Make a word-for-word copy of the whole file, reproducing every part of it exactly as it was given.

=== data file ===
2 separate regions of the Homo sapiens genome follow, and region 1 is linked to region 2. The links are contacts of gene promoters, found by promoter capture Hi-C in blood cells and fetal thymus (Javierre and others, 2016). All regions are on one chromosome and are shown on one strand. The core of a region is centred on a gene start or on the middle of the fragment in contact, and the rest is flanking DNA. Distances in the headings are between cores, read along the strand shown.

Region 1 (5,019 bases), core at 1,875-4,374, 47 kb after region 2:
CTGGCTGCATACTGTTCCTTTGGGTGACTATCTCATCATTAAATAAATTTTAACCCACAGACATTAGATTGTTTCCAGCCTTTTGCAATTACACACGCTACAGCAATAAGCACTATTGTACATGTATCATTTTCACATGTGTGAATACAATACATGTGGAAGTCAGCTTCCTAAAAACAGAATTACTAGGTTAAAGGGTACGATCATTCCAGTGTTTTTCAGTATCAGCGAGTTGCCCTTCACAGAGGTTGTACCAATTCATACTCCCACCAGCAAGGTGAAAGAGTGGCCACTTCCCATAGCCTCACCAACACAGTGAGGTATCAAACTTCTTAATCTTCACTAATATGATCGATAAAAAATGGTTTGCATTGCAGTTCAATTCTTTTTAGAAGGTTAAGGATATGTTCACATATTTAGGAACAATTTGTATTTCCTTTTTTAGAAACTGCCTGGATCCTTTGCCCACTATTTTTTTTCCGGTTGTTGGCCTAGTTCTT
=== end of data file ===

2 separate regions of the Homo sapiens genome follow, and region 1 is linked to region 2. The links are contacts of gene promoters, found by promoter capture Hi-C in blood cells and fetal thymus (Javierre and others, 2016). All regions are on one chromosome and are shown on one strand. The core of a region is centred on a gene start or on the middle of the fragment in contact, and the rest is flanking DNA. Distances in the headings are between cores, read along the strand shown.

Region 1 (5,019 bases), core at 1,875-4,374, 47 kb after region 2:
CTGGCTGCATACTGTTCCTTTGGGTGACTATCTCATCATTAAATAAATTTTAACCCACAGACATTAGATTGTTTCCAGCCTTTTGCAATTACACACGCTACAGCAATAAGCACTATTGTACATGTATCATTTTCACATGTGTGAATACAATACATGTGGAAGTCAGCTTCCTAAAAACAGAATTACTAGGTTAAAGGGTACGATCATTCCAGTGTTTTTCAGTATCAGCGAGTTGCCCTTCACAGAGGTTGTACCAATTCATACTCCCACCAGCAAGGTGAAAGAGTGGCCACTTCCCATAGCCTCACCAACACAGTGAGGTATCAAACTTCTTAATCTTCACTAATATGATCGATAAAAAATGGTTTGCATTGCAGTTCAATTCTTTTTAGAAGGTTAAGGATATGTTCACATATTTAGGAACAATTTGTATTTCCTTTTTTAGAAACTGCCTGGATCCTTTGCCCACTATTTTTTTTCCGGTTGTTGGCCTAGTTCTT